An American wind energy company has admitted to killing at least 150 bald and golden eagles, most of which were fatally struck by wind turbine blades, federal prosecutors said.
ESI Energy pleaded guilty Tuesday to three counts of violating the Migratory Bird Treaty Act (MBTA) after eagles died at three of its facilities in Wyoming and New Mexico, according to a statement from the Justice Department.
The MBTA prohibits killing, capturing or transporting protected migratory bird species without a permit.
“For more than a decade, ESI has violated those laws, taking eagles without obtaining or even seeking the necessary permit,” Assistant Attorney General Todd Kim of the Justice Department’s Environment and Natural Resources Division said in the statement.
As part of a plea agreement, ESI was sentenced to more than $8 million in fines and restitution and five years of probation. The company has also agreed to implement up to $27 million in measures to minimize future eagle injuries and deaths, the prosecutors said without detailing what that would entail.
Prosecutors said ESI will pay $29,623 for each bald or golden eagle killed by its turbine blades in the future.
The company has three years to apply for permits for any unavoidable killing of eagles, according to the statement.
Court documents show that in March 2019, shortly after ESI decided to build wind power facilities in Converse County, Wyo., the U.S. Fish and Wildlife Service warned that there was an “unusually high number” of golden-eagle nests in the area and discouraged the build, noting that up to 44 golden eagles and 23 bald eagles could collide with a turbine blade within the first five years.
ESI moved forward with the build, court records said.
ESI has since acknowledged that at least 150 bald and golden eagles have died at 50 of its 154 wind farms over the past decade and that 136 of the deaths occurred when the birds flew into a turbine blade, prosecutors said.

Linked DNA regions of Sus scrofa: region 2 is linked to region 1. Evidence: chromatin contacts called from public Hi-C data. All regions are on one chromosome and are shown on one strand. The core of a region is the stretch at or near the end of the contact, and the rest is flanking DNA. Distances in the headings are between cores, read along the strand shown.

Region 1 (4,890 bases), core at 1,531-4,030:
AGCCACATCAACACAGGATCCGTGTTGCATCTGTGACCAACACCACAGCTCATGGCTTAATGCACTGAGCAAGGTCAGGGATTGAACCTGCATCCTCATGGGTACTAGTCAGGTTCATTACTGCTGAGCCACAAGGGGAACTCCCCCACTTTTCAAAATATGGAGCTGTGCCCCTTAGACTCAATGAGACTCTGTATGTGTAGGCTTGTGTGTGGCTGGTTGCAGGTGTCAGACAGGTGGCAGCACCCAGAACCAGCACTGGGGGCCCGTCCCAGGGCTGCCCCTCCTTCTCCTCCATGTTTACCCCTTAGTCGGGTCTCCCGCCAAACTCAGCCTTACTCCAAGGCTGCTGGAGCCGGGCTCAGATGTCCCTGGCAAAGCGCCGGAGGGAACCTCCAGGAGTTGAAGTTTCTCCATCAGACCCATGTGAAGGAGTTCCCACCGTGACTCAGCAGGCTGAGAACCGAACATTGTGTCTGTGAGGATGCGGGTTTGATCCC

Rebecca Kujawa, president of ESI parent NextEra, criticized the government’s enforcement policy, saying some animal deaths are “unavoidable” with wind turbines.
“The reality is building any structure, driving any vehicle, or flying any airplane carries with it a possibility that accidental eagle and other bird collisions may occur as a result of that activity,” Kujawa said in a statement.
“Unfortunately, the federal government, at odds with many states and a number of federal court decisions, has sought to criminalize unavoidable accidents related to collisions of birds into wind turbines while at the same time failing to address other activities that result in far greater numbers of accidental eagle and other bird mortalities.”
ESI and NextEra did not immediately respond to a request for comment from The Washington Post on Saturday.
The bald eagle, which has been the national bird in the United States since the late 1700s, was removed from the endangered species list in 2007. But it still faces a number of threats and remains protected under the Migratory Bird Treaty Act and the Bald and Golden Eagle Protection Act, according to the U.S. Fish and Wildlife Service. Such threats include collisions with man-made structures and vehicles, poisoning, electrocution and illegal shooting, among other things, the agency said.
Wind turbines are a known killer of numerous species of birds, including eagles. At their tips, the blades can spin up to 200 mph. Research shows that between 140,000 and 328,000 birds are killed each year at monopole turbines in the United States, with an increase risk of death the higher the turbines.
In 2017, a group at Oregon State University announced that it was working to make wind turbines safer for eagles, using cameras to determine whether one is approaching the blades and, if so, triggering a deterrent using brightly colored facsimiles of people to make them go the other way.
“If we strike a generic bird, sad as that is, it’s not as critical as striking a protected golden eagle,” Roberto Albertani, associate professor of mechanical engineering at the university, said in a statement at the time. That, he said, “would cause the shutdown of a wind farm for a period of time, a fine to the operator, big losses in revenue, and most important the loss of a member of a protected species.”
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